A prisoner escapes on the very night that his ex-girlfriend is murdered. Could it possibly be a coincidence?
In 1958, David Swain, protesting his innocence right up until the verdict, receives a life sentence for murdering Ethan Mendel, the new lover of his ex, Katya Osman, at Blackwater Hall, her family home. Two years later, Katya, an emotional mess, accuses her companion Jana Claes of trying to kill her with a tranquilizing injection. Jana and her husband Franz are indispensable to Katya's wealthy father Titus, the only person who seems able to calm her. He's poised to marry the elegant Vanessa, another contributor to Katya's fragile mental state, who's equally unpopular with the territorial Franz and Jana. Meanwhile, David has fallen under the spell of his prison cellmate Eddie Earle, a career criminal with a soft spot for the young man and a daring escape plan. David can barely believe his good fortune. After the duo gains freedom with barely a hitch, Tolkien takes David all the way to Katya's bedroom door, which he opens slowly as he remembers an ominous couplet of children's verse. Then the perspective shifts to Detective Inspector Trave, called unexpectedly to the mansion to investigate a murder, just as he was a scant few years ago. David, still at large, is clearly the likeliest suspect, but the veteran Trave sees other possibilities.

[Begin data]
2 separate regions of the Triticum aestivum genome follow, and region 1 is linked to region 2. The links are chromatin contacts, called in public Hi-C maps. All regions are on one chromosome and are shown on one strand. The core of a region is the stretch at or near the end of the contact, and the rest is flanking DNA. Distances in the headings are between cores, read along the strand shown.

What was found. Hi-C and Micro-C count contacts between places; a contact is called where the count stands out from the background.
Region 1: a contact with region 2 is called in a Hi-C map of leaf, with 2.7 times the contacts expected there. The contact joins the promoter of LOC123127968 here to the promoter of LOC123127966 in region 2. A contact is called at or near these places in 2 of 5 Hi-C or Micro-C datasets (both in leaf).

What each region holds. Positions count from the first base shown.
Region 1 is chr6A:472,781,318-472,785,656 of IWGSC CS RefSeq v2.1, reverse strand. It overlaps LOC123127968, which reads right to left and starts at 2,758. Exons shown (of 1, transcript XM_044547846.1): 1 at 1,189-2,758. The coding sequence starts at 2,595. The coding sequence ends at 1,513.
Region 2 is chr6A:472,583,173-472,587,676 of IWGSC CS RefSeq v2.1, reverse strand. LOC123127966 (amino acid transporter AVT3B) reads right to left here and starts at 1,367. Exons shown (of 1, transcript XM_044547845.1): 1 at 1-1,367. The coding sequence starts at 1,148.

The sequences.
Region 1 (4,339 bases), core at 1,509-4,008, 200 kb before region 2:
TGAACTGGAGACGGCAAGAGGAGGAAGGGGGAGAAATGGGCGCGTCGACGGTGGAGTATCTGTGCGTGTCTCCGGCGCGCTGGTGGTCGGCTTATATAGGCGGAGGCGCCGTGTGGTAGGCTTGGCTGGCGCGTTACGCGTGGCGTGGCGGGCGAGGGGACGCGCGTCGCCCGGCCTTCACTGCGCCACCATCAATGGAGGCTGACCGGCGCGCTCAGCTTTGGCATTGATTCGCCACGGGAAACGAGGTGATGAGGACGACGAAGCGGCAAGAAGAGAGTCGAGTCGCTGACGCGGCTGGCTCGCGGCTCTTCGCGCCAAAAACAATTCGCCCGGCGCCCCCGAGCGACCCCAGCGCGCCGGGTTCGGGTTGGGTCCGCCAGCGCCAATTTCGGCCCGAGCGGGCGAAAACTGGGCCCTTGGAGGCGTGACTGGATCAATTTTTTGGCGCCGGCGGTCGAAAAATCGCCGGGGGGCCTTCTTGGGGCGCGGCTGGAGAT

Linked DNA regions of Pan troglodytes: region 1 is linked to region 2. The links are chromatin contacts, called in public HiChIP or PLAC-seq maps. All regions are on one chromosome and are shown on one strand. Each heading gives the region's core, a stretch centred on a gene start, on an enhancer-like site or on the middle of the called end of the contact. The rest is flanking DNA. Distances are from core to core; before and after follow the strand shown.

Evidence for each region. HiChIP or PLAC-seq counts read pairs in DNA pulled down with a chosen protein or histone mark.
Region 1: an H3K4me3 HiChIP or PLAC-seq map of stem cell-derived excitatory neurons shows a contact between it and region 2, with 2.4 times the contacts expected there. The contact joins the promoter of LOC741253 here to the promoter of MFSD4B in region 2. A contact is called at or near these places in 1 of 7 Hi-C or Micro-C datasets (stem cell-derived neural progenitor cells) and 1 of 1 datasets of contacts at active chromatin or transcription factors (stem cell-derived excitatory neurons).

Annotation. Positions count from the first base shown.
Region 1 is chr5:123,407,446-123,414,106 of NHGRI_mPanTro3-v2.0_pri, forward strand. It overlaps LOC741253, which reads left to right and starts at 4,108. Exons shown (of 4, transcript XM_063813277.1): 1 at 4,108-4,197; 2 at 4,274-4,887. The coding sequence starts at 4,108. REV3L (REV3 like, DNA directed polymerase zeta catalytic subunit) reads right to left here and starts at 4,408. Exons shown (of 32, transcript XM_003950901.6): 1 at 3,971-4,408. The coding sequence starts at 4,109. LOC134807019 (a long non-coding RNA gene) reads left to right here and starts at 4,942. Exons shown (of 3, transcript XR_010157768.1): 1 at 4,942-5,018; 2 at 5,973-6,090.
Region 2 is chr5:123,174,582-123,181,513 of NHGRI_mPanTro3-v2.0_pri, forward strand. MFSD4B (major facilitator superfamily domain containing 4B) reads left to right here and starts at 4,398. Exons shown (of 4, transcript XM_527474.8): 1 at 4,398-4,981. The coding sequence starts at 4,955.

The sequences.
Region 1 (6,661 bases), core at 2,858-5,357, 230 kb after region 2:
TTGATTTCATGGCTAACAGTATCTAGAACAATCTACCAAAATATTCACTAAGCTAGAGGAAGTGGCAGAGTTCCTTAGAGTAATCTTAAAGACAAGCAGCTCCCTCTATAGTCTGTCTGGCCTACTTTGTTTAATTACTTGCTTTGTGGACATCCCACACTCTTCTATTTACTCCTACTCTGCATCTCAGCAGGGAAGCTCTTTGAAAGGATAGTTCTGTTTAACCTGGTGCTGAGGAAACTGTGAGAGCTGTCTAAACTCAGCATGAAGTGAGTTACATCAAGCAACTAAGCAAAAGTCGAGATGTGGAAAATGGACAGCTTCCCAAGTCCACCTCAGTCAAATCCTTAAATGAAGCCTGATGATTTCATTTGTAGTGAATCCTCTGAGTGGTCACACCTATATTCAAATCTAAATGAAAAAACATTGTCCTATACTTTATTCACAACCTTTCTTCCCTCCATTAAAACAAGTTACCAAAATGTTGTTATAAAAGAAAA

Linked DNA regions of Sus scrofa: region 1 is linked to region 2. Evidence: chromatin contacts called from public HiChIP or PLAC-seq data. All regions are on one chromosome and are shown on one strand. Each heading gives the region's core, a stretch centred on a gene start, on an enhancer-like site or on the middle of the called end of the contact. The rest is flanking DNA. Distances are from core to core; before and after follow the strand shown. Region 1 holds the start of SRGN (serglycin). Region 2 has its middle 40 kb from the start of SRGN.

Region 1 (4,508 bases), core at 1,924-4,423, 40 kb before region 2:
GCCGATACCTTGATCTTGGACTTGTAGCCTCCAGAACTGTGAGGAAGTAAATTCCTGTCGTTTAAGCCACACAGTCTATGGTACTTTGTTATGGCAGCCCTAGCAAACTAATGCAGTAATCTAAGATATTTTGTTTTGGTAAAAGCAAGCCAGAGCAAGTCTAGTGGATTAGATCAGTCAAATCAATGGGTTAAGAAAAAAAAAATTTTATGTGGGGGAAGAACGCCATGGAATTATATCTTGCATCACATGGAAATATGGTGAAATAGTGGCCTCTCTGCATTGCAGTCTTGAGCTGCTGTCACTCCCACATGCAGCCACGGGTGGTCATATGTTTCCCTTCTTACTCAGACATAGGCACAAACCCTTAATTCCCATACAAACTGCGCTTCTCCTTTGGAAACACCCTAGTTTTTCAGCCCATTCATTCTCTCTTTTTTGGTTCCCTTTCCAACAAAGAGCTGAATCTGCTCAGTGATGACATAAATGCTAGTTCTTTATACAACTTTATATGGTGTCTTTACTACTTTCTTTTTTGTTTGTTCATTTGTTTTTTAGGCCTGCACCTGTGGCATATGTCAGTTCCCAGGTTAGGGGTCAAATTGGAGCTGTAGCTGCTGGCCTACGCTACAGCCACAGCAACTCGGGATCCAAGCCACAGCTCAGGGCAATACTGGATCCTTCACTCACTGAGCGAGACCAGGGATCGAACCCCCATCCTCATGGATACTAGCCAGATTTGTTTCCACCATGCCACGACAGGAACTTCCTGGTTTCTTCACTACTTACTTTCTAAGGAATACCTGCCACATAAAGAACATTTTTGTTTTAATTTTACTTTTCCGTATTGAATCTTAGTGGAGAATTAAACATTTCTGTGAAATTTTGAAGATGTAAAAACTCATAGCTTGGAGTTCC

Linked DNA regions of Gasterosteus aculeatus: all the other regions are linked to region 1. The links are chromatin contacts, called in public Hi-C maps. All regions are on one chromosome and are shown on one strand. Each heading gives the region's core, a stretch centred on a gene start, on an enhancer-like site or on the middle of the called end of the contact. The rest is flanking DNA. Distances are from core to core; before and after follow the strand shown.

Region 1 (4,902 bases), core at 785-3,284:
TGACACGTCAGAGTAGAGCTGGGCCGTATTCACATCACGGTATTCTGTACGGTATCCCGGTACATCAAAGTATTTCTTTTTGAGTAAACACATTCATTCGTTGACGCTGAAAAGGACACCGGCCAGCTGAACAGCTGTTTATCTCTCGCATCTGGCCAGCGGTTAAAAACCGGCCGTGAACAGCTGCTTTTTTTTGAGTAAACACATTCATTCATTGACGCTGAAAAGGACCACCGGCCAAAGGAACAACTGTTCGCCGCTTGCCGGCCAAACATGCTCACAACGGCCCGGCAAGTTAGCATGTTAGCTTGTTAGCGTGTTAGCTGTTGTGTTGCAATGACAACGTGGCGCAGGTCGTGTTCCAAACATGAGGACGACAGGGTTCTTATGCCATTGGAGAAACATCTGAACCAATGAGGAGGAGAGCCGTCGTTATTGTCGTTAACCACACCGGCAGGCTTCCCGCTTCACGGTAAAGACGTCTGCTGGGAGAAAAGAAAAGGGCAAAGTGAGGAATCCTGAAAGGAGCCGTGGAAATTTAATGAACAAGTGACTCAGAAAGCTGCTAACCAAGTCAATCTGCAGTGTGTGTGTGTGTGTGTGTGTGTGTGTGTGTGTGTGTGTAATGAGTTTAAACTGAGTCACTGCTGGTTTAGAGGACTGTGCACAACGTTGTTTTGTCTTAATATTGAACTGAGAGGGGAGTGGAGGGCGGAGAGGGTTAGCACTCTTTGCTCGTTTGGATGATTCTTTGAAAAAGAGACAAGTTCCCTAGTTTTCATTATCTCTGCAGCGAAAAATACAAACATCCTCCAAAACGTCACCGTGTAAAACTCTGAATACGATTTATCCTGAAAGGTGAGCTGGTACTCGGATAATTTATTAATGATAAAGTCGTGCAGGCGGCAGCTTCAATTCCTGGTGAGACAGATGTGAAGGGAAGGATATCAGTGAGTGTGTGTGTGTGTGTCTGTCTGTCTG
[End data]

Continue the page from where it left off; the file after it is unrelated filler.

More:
A thick web of family tensions and psychological dysfunction with a whodunit chaser, Tolkien's third novel (The Inheritance, 2010, etc.) is elegantly written, with Masterpiece Theatre pacing and embellishments.